At issue here is whether the March 26, 2018 memorandum issued by the Secretary of Commerce is a rule subject to CRA.  We first address whether it meets APA’s definition of a rule upon which CRA relies, and then, if it does, whether any of the CRA exceptions apply.  As explained below, we conclude that the memorandum does not meet APA’s definition of a rule and thus is not subject to the CRA process. 

Not all agency actions constitute agency rulemaking and not all agency statements meet APA’s definition of a rule.  See Golden & Zimmerman, LLC v. Domenech, 599 F.3d 426, 431-432 (4th Cir. 2010).  At issue in the Golden case was Bureau of Alcohol, Tobacco, Firearms and Explosives (ATF) Frequently Asked Question (FAQ) F13 featured in the Federal Firearms Regulations Reference Guide, an ATF publication.  On appeal, the 4th Circuit Court addressed whether FAQ F13 was designed to “implement, interpret, or prescribe law” and, therefore, constituted a rule under APA.  Finding that the questions and answers were not themselves designed to be enforceable rules but simply informational, the court concluded that FAQ F13 did not implement, interpret, or prescribe law or policy.

Similarly, the March 26, 2018 memorandum did not implement, interpret, or prescribe law or policy.  We conclude here that the March 26, 2018 memorandum was direction from a supervisor to a subordinate to take action in conjunction with the statutory process whereby the Secretary informs Congress of the questions that will be on the census.  13 U.S.C. § 141 (f)(2).  As such, the memorandum did not implement, interpret, or prescribe law or policy.  Rather, the memorandum explained to the Under Secretary the Secretary’s rationale for a decision with regard to the census questions and contained the Secretary’s instructions to the Under Secretary to include a citizenship question in the required report to Congress.

Our conclusion is also consistent with our prior CRA opinions, which have addressed circumstances whereby the release to the public of an agency memorandum, plan, or policy statement was designed to implement, interpret, or prescribe law or policy.  In those circumstances, unlike the memorandum at issue here, the agency was seeking to directly establish or implement administrative criteria or policies for nonagency parties. 

For example, we examined whether a 2016 amendment to the Tongass Land and Resource Management Plan was a rule under CRA.  B-238859, Oct. 23, 2017.  There, the Forest Service made several changes to the plan, including changes affecting the sale of timber to nonagency parties, and established criteria for doing so.  Id. at 5.  We found that the purpose of the amendment was to implement the National Forest Management Act of 1976 which requires the Forest Service to "develop, maintain, and, as appropriate, revise land and resource management plans for units of the National Forest systems."  Id. at 9.  We also examined whether a 2013 bulletin issued by the Consumer Financial Protection Bureau (CFPB) was a rule for purposes of CRA.  See B-329129, Dec. 5, 2017.  The bulletin, intended for the use of nonagency parties, directed certain lenders to take steps to ensure they were in compliance with identified laws and regulations and provided a variety of steps and tools for that purpose.  Id. at 3.  We concluded that the bulletin was a general statement of policy for nonagency parties regarding compliance with law and regulation, and as such, was a rule subject to the requirements of CRA.  Id. at 7.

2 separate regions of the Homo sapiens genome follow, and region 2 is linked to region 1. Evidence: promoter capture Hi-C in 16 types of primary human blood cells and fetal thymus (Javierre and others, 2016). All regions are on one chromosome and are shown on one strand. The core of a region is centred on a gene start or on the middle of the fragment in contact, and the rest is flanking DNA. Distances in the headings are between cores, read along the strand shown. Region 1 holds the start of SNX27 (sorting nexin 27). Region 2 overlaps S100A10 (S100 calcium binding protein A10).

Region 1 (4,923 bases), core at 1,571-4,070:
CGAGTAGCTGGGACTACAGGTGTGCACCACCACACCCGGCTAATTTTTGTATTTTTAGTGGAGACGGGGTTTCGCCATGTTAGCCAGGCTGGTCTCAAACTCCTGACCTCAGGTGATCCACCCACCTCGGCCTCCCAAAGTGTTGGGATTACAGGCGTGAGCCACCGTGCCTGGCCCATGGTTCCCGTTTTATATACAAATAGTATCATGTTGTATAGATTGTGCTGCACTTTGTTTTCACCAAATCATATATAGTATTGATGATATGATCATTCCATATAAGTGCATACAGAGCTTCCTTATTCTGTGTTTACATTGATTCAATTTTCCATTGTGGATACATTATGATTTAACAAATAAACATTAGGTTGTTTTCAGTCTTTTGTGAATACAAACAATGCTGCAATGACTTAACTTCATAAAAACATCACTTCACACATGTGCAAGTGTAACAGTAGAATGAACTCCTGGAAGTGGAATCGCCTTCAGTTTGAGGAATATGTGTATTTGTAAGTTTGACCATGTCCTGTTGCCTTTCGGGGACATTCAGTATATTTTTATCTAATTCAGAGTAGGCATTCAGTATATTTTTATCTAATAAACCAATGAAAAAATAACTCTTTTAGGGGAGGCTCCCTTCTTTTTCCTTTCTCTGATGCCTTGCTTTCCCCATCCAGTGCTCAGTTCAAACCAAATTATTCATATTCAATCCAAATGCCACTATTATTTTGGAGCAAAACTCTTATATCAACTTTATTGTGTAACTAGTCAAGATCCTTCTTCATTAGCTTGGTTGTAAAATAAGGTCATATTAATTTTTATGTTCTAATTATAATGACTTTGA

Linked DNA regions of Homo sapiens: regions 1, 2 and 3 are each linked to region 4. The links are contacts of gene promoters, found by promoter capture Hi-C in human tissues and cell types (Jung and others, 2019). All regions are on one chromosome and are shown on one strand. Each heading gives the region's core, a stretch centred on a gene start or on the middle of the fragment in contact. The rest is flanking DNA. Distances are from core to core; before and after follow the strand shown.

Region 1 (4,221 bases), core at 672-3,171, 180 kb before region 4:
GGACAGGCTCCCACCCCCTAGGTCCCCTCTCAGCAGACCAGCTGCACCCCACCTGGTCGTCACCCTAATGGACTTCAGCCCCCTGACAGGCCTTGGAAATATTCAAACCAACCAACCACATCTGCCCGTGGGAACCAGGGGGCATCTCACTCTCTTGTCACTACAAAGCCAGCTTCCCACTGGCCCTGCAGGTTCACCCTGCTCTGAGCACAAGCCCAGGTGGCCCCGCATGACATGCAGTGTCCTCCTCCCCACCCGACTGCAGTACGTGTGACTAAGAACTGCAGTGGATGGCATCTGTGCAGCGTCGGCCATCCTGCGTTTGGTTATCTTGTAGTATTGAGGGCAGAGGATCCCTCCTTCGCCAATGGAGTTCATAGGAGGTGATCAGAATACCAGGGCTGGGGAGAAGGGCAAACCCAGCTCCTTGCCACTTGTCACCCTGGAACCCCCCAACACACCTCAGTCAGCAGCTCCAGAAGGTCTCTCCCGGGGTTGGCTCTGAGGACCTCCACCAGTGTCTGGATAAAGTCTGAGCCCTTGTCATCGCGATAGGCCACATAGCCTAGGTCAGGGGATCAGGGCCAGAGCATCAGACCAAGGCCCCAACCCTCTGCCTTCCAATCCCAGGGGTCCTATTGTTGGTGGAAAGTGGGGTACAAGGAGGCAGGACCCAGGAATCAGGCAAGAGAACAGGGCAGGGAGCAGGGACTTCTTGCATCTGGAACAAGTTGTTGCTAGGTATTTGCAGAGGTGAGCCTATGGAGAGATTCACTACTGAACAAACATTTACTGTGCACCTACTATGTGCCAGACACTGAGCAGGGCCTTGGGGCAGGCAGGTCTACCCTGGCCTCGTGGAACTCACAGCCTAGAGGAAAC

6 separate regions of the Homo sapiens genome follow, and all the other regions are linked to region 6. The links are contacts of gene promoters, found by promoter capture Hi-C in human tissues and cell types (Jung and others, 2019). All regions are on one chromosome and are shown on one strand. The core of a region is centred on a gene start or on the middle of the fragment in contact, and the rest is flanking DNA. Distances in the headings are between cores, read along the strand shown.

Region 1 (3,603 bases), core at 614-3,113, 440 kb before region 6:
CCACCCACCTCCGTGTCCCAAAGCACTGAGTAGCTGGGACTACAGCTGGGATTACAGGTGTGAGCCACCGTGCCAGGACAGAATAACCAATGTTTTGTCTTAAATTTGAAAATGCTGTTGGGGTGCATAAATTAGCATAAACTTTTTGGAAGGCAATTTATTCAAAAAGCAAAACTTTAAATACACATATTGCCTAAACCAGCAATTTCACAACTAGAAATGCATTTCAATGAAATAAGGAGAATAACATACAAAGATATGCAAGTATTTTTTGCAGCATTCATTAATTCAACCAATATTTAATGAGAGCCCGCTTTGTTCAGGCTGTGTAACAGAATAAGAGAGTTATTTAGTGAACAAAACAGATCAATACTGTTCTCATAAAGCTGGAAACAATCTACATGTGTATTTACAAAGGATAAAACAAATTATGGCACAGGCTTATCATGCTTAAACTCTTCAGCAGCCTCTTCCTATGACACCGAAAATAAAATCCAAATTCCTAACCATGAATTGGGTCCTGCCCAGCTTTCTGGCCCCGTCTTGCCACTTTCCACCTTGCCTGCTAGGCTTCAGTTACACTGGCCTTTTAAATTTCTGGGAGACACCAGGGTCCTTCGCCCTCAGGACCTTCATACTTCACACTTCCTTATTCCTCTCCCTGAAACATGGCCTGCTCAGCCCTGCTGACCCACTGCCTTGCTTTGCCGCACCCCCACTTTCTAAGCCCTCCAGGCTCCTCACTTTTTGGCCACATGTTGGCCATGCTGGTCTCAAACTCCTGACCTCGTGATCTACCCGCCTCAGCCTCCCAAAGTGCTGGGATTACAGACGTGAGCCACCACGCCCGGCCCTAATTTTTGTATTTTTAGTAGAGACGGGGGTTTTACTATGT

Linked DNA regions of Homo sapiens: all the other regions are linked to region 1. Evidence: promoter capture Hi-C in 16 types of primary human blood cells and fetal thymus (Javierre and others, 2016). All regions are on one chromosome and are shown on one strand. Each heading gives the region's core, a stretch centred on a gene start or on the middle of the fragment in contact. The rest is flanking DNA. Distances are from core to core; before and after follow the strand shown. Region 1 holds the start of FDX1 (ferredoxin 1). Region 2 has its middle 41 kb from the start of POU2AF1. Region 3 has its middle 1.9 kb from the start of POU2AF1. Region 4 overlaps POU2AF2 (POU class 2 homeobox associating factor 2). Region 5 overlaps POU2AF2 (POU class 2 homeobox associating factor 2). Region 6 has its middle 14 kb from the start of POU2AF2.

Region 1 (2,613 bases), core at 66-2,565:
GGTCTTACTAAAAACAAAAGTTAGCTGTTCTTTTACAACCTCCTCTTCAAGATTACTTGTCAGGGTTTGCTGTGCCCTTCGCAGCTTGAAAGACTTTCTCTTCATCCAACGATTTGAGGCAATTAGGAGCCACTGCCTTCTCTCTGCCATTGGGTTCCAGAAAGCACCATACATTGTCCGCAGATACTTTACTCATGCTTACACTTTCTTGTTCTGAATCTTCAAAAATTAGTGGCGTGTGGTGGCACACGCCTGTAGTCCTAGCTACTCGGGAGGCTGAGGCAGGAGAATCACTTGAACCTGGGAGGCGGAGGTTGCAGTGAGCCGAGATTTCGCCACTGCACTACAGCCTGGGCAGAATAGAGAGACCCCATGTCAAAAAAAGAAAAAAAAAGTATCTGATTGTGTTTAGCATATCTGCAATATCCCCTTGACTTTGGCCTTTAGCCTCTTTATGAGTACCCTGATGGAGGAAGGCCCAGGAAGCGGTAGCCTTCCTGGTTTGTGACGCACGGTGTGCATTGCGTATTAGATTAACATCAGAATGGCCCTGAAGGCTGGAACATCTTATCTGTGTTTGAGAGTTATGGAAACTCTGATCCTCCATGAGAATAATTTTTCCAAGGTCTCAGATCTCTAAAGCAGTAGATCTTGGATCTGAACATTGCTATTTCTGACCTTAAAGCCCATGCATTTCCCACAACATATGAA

By making the memorandum public, the agency was not engaging in any rulemaking, rather it was informing the public about both agency activities and the policy views that underlie those activities.  We have previously held that agencies have inherent authority to inform the public about both agency activities and the policy views that underlie those activities.  See B-329199, Sept. 25, 2018, B‑329504, Aug. 22, 2018; B-319834, Sept. 9, 2010; B‑319075, Apr. 23, 2010.  We have noted that agencies have a general responsibility, even in the absence of specific direction, to inform the public of the agency’s policies.  B-319834, Sept. 9, 2010.  For example, we concluded that appropriations for the U.S. Department of Health and Human Services (HHS) were available for HHS to disseminate information about its activities and policy views related to the Patient Protection and Affordable Care Act. B‑329199. 

We requested Commerce’s views on whether the memorandum is a rule for purposes of CRA.  Commerce shared its view that the memorandum was not a rule and merely provided an explanation of the Secretary’s decision to include the question on the census.  Letter from Chief Counsel for Regulation, Commerce, to Assistant General Counsel, GAO (Sept. 10, 2018). 

CONCLUSION

The Secretary of Commerce’s March 26, 2018 memorandum does not meet CRA’s definition of a rule and is not subject to the CRA process.  The memorandum was issued in conjunction with the statutory process for informing Congress of the questions that the Secretary intended to include on the 2020 decennial census.  The memorandum provided direction from a supervisor to a subordinate in conjunction with that process and as such, was not designed to implement, interpret, or prescribe, law or policy.

In a recent decision issued by the United States District Court, Southern District of New York, the court found that the Secretary’s decision to add a citizenship question to the 2020 decennial census violated the APA.  New York v. U.S. Dept. of Commerce, Docket No. 18-cv-2921, 18-cv-5025 _ F. Supp. 3d. _, (S.D.N.Y. Jan. 15, 2019).  While CRA’s definition of a rule incorporates APA’s definition of a rule, the matters before the district court did not involve whether the agency’s actions constituted a rule under APA.  Rather, the relevant issues involved allegations that the Secretary’s decision violated APA because it was arbitrary and capricious and not in accordance with certain statutory provisions related to the census.  We view the matters before the court as unrelated to whether the memorandum constitutes a rule under CRA and note that it is not our intent here to weigh in on any issue before the court.

If you have any questions about this opinion, please contact Julia C. Matta, Managing Associate General Counsel, at (202) 512-4023, or Shirley Jones, Assistant General Counsel, at (202) 512-8156.

Sincerely,

Thomas H. Armstrong's signature

Thomas H. Armstrong
General Counsel

Nov 7, 2019